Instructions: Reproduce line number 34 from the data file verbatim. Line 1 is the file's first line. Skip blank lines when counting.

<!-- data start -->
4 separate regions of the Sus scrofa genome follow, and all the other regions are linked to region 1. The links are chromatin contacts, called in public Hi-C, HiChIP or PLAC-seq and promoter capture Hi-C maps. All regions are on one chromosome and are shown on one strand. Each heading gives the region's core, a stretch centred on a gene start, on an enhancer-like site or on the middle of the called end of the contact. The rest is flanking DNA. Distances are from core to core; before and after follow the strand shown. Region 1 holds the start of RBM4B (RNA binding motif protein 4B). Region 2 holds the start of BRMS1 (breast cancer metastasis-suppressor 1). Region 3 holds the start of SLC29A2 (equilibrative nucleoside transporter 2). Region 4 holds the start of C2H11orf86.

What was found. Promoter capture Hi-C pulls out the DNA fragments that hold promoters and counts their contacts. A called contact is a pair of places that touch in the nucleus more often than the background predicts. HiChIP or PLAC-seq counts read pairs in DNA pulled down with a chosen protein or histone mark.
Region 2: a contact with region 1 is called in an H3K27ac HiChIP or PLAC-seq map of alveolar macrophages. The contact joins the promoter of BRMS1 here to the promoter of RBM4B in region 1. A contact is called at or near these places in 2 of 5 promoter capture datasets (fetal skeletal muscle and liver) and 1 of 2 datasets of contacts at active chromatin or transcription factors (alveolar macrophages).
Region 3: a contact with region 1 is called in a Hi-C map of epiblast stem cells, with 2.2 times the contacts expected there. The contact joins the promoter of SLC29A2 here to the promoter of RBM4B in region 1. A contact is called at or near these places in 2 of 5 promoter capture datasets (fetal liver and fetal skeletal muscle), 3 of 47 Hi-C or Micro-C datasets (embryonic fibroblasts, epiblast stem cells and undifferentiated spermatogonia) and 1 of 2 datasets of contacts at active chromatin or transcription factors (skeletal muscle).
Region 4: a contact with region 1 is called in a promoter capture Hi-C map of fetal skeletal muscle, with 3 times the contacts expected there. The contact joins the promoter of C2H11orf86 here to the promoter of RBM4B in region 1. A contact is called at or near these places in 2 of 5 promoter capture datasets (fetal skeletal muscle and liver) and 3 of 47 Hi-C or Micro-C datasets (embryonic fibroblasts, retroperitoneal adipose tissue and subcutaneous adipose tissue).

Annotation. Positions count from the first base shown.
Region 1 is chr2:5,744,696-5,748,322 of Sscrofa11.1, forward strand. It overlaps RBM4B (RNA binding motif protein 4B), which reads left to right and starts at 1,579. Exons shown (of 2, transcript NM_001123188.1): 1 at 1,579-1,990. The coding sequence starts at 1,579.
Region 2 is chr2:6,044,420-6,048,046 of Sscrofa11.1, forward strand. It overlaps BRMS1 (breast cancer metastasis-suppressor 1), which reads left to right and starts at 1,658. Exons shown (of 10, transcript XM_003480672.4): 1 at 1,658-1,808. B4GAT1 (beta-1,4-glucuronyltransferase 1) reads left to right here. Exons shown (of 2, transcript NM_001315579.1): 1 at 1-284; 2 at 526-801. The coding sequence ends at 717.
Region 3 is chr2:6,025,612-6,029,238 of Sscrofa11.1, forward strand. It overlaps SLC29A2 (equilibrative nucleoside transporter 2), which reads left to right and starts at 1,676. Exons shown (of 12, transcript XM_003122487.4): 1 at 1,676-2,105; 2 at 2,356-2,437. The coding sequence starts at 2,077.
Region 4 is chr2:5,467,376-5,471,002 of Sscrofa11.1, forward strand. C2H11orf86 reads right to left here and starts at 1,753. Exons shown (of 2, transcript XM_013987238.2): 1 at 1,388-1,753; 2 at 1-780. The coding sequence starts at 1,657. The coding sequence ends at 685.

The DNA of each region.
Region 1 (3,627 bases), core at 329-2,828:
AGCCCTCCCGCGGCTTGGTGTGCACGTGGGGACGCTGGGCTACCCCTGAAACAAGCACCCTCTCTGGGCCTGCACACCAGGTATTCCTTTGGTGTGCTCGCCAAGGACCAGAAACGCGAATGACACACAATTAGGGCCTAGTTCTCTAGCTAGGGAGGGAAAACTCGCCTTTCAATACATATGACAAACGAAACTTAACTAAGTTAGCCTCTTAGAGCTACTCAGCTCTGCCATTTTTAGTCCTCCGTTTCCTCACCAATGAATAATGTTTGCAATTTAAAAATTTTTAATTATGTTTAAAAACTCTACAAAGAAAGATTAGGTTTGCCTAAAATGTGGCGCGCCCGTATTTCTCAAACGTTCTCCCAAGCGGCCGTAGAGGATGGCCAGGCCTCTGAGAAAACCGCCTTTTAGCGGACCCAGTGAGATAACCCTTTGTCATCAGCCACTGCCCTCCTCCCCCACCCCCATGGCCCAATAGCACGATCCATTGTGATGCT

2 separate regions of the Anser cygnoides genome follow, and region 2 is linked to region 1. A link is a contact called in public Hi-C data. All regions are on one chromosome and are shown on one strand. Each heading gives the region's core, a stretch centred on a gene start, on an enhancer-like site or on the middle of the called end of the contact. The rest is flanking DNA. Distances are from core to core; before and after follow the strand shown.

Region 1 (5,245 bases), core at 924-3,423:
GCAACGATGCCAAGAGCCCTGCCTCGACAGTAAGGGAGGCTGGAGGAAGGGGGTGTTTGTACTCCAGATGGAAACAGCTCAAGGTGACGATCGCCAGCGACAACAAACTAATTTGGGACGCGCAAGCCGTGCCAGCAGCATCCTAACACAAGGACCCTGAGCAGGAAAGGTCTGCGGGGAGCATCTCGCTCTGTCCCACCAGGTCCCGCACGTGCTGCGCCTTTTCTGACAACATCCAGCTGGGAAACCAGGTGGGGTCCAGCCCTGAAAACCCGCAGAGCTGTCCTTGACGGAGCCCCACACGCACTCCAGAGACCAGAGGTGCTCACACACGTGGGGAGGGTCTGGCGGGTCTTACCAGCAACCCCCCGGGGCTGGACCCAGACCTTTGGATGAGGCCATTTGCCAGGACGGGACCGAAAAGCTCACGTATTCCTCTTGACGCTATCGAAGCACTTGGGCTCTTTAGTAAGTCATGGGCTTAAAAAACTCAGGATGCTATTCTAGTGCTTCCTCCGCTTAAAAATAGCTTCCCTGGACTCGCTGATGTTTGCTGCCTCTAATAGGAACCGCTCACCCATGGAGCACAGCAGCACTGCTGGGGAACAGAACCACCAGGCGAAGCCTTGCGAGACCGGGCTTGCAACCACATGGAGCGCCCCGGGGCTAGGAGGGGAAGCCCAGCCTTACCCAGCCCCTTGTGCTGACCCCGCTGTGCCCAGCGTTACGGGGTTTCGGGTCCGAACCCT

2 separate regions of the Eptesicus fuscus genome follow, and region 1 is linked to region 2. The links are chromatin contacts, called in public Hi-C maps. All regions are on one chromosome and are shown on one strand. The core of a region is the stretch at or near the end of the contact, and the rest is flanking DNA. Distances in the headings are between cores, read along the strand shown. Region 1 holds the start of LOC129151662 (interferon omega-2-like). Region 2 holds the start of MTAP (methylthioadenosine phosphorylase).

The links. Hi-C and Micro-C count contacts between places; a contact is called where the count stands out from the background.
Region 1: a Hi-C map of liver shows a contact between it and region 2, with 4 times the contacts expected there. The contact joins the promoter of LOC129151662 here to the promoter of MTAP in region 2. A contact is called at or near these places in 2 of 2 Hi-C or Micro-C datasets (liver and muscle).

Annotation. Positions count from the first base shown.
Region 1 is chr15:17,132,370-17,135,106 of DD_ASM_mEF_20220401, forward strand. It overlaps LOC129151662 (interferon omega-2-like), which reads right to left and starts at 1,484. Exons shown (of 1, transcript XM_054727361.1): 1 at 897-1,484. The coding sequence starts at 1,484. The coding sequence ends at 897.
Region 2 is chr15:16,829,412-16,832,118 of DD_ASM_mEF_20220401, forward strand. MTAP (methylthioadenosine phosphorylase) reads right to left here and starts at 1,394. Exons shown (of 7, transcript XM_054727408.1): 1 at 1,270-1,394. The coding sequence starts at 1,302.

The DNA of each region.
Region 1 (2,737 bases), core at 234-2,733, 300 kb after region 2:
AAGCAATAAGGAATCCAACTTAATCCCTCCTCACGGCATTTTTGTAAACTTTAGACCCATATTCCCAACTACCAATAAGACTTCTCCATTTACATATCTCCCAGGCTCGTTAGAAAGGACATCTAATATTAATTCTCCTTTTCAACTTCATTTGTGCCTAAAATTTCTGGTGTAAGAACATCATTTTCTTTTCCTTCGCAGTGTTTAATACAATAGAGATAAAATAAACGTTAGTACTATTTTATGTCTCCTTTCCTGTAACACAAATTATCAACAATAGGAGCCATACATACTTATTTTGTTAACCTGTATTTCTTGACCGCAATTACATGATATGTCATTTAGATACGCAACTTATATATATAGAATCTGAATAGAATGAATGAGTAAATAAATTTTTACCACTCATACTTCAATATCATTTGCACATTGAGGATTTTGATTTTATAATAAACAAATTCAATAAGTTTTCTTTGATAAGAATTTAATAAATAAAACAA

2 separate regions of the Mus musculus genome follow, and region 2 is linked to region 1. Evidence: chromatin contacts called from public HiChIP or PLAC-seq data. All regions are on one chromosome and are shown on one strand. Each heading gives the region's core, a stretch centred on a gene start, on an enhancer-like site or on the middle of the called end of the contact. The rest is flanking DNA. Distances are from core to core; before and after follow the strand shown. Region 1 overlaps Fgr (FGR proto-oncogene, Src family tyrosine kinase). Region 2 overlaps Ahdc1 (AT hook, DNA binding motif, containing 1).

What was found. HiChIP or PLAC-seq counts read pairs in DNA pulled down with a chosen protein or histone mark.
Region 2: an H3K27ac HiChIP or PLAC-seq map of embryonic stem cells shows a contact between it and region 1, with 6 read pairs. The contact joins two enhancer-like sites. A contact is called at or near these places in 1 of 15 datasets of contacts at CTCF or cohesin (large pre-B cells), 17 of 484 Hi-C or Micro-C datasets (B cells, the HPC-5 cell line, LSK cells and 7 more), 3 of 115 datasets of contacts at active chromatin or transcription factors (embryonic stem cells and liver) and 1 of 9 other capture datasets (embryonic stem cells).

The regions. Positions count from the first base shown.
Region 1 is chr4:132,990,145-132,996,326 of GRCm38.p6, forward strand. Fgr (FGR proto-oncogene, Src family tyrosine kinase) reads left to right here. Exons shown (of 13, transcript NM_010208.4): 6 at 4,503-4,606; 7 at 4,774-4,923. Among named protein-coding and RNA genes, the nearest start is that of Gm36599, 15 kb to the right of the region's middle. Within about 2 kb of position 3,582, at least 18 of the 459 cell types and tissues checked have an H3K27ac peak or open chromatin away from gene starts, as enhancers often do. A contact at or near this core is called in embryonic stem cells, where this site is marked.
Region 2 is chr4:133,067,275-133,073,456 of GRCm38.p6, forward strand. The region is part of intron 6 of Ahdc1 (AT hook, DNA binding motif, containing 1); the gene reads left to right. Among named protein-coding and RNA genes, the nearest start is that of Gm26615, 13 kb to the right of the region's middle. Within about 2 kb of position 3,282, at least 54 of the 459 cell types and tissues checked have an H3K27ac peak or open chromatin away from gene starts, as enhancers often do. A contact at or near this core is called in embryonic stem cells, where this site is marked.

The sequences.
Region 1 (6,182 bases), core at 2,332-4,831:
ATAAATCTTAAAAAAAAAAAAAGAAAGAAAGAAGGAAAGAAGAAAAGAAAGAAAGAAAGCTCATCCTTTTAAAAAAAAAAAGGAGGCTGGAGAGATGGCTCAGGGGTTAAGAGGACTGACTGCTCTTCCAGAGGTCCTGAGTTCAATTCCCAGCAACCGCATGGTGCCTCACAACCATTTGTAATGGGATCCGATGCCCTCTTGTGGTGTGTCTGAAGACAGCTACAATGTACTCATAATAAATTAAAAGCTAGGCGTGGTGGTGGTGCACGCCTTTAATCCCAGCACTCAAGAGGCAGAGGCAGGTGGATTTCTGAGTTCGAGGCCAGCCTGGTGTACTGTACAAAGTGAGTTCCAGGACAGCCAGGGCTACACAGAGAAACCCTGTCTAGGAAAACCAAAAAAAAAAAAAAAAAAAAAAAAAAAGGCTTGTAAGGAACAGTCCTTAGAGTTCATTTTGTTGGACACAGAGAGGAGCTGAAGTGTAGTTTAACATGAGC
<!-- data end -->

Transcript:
ATAAATCTTAAAAAAAAAAAAAGAAAGAAAGAAGGAAAGAAGAAAAGAAAGAAAGAAAGCTCATCCTTTTAAAAAAAAAAAGGAGGCTGGAGAGATGGCTCAGGGGTTAAGAGGACTGACTGCTCTTCCAGAGGTCCTGAGTTCAATTCCCAGCAACCGCATGGTGCCTCACAACCATTTGTAATGGGATCCGATGCCCTCTTGTGGTGTGTCTGAAGACAGCTACAATGTACTCATAATAAATTAAAAGCTAGGCGTGGTGGTGGTGCACGCCTTTAATCCCAGCACTCAAGAGGCAGAGGCAGGTGGATTTCTGAGTTCGAGGCCAGCCTGGTGTACTGTACAAAGTGAGTTCCAGGACAGCCAGGGCTACACAGAGAAACCCTGTCTAGGAAAACCAAAAAAAAAAAAAAAAAAAAAAAAAAAGGCTTGTAAGGAACAGTCCTTAGAGTTCATTTTGTTGGACACAGAGAGGAGCTGAAGTGTAGTTTAACATGAGC